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iPads & Children's Programs

iPads Technology Apps Children\s Programs

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#1 JustineG

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Posted 26 June 2012 - 12:51 PM

Hello,

Here at Oakville Public Library we have just conducted a couple of trial runs using an iPad in our children’s preschool programs to read picture books. We connected the iPad to a projector and projected the picture book (we tested out Hugless Douglas by David Melling and Moo, Baa, La La La by Sandra Boynton) onto a large screen.

I was wondering if any libraries have similarly used an iPad or a class set of iPads in children’s programs (any age group, any type of library setting). If so, what were your successes, challenges, favorite apps, favorite stories?

Looking forward to hearing from you,
Justine Gerroir

#2 ErinK

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Posted 26 June 2012 - 06:06 PM

My branch has not tried it yet, but I did find this blog post interesting http://storytiming.c...flannel-friday/

#3 JustineG

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Posted 09 July 2012 - 01:02 PM

Thanks Erin-that's a great blog!

#4 soconnor

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Posted 06 September 2012 - 09:11 AM

This is something that interests me as well (see my post in June that has gotten no responses!) We only have a few ipads for a lot of libraries so it is hard to guarantee that a branch can get one when they are wanted. I know that a branch or two has also done a book in the same way you described.
But I wonder- did you have copies of Moo Baa La la la &/or Hugless Douglas to take out afterwards? And if so, did you hear back if the kids were disappointed that the print did nothing extra? One of our branches did use a ipad during the summer, I've just asked how it went.

#5 ErinWalk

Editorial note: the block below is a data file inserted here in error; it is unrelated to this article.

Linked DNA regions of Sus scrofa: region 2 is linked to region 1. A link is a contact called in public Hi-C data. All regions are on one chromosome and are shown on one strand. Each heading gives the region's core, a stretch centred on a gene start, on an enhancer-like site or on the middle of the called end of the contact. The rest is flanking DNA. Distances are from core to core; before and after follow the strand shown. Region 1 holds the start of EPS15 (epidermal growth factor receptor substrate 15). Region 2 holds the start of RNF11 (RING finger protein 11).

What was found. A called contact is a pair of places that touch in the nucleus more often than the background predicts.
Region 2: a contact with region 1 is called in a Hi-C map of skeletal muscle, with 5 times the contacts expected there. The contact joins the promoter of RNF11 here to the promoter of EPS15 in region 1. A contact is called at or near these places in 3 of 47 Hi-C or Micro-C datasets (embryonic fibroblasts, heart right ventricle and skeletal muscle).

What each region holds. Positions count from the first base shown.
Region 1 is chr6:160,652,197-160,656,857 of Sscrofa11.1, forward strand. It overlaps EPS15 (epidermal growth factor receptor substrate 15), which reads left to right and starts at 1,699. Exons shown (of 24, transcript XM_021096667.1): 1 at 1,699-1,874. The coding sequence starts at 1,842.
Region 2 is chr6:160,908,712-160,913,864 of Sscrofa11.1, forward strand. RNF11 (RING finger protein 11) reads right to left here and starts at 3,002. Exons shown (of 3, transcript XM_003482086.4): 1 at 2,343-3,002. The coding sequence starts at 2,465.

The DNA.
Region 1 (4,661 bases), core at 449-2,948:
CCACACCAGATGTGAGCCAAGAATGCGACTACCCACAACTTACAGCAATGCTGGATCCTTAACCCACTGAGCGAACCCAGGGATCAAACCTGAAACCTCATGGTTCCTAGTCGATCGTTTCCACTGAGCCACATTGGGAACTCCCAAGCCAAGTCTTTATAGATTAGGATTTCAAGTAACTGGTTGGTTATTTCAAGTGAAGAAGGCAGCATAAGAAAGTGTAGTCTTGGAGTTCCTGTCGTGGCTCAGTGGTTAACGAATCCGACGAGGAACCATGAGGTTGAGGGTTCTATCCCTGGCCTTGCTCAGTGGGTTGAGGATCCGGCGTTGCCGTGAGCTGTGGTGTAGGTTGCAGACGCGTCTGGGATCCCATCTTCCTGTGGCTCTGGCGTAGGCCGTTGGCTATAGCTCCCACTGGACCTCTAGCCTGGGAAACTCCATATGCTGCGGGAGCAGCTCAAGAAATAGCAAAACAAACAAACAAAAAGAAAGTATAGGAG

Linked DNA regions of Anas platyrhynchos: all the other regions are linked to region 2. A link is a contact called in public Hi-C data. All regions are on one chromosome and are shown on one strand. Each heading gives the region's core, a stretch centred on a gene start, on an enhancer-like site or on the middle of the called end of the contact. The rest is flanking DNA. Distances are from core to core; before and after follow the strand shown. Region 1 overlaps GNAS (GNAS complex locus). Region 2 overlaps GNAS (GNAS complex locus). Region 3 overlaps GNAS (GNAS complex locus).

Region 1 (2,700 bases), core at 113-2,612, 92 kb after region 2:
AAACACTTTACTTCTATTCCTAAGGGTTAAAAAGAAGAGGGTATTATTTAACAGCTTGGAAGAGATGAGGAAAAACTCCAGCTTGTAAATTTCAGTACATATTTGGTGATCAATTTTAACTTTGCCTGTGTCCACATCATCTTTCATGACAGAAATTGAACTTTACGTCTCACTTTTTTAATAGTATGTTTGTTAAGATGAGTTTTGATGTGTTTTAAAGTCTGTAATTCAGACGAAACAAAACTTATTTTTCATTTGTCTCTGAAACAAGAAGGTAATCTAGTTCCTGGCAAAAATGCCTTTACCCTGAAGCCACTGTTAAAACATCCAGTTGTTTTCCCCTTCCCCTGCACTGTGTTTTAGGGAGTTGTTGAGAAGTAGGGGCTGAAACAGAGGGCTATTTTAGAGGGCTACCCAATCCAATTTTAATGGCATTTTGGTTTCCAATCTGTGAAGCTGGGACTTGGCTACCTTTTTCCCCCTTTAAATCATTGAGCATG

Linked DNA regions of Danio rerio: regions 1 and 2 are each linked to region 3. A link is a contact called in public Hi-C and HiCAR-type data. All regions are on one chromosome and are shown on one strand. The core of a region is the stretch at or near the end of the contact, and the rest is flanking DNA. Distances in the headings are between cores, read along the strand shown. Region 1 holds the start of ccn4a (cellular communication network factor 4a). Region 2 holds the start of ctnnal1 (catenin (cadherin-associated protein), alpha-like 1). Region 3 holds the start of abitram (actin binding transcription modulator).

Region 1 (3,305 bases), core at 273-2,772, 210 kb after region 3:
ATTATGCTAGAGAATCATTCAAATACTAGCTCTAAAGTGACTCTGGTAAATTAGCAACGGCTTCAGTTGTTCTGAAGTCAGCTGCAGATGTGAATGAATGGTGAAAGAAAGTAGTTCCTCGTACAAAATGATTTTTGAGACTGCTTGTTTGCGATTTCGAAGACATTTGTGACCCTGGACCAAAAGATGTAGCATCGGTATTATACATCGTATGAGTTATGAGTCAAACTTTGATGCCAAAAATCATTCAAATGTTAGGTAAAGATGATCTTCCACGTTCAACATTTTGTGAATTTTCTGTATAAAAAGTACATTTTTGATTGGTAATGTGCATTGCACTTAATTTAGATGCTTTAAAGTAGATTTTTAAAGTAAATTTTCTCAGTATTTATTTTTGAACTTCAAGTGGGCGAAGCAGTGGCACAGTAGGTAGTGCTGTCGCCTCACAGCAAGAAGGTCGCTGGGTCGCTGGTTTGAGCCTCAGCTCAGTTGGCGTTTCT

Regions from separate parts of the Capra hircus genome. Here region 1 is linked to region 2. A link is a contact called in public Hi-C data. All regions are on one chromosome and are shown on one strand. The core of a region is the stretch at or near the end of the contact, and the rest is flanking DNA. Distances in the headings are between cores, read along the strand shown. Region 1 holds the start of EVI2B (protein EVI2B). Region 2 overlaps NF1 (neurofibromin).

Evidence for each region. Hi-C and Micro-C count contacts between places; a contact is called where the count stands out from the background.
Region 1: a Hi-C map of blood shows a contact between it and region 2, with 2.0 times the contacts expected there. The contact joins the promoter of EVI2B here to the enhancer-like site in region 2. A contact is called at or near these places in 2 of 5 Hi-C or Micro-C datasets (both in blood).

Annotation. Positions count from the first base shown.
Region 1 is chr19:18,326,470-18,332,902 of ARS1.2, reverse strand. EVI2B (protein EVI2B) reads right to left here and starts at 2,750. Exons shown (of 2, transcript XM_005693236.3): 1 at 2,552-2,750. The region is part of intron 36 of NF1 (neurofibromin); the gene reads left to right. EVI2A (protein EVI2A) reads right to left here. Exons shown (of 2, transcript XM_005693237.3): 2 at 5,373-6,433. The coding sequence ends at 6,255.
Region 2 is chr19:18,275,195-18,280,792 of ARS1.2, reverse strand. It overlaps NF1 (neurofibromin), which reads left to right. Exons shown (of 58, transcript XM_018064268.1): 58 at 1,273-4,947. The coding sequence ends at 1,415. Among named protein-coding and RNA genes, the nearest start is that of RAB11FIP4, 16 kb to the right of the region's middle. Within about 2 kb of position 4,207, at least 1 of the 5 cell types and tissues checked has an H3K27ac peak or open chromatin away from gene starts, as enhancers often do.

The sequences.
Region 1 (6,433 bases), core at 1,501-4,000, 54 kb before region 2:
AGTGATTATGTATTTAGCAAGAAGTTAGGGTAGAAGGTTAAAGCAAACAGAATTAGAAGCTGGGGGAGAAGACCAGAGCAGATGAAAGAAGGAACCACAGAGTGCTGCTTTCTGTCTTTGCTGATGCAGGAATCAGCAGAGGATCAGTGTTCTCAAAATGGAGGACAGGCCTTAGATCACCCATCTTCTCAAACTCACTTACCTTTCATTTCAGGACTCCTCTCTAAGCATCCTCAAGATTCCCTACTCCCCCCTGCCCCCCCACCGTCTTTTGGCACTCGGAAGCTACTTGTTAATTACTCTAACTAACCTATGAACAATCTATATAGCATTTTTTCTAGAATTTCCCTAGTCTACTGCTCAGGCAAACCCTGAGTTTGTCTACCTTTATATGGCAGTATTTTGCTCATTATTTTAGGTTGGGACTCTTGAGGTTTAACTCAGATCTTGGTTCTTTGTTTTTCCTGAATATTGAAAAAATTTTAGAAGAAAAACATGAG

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Posted 27 October 2012 - 02:24 PM

I've been doing a lot of research on this as it's something I'm very interested in trying in Bradford. I experimented by hooking up our iPad to our projector and using Mo Willem's "Don't Let the Pigeon Run This App" for a Pigeon Program over the summer. It worked out OK but I didn't like having to be tethered to the projector. I'm in the process of writing a proposal to have one of our large flatscreen TVs to moved to a program room so that I can mirror the iPad wirelessly to it via Apple TV and move around the room in storytime.

I've found a lot of inspiring examples of how the iPad's being used in storytime settings. For example,
  • Fingerplay/Song Instruction—Place written instructions with pictures on a slide so caregivers can refer back to the steps as you go, Kathy Reid-Naiman has a fingerplay app, or Baby Karaoke where animated characters do actions while the words to the song appear on screen
  • Sound Apps—e.g. AnimalChatter or AnimalSounds. Pair these apps with rhymes to create interactive guessing games
  • Draw & Tell—e.g. Doodlecast for Kids records your draw + tell story as you create it; Videos could later be posted to the library’s YouTube Account for more families to enjoy
  • Digital Felt Boards—e.g. Fun Felt by QuriosApps or Smoothie Felt Board App


#6 JustineG

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Posted 03 December 2012 - 03:37 PM

soconnor

Yes, in the program we ran with Moo, Baa, La La La by Sandra Boynton the board book was made available as well as other Sandra Boynton books to those in the program for check out (one Boynton book was checked out). Would be interested in hearing about how your branches found using the iPad over the summer.

ErinWalk

Yes, here at our library we have been connecting the iPad to the iPad adapter to the projector cable which has been tricky. The outcome of the iPad image on the big screen is pretty impressive and fun, but right now it is just about fine tuning it so that the storytime programmer is comfortable with the technology in front of an audience. We have developed several different ways of securing the device (mostly with elastics, keeping steady on a flat surface) but none are really conducive to moving around with the tablet in hand. The Apple TV is a great idea if you have a flat screen available to you.

#7 JustineG

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Posted 04 December 2012 - 09:42 AM

Also, I just wanted to share this blog on early literacy in the digital age http://littleelit.com/ that has an enormous amount of helpful topics, important issues, and in-depth perspectives on the use of technology and Children's services.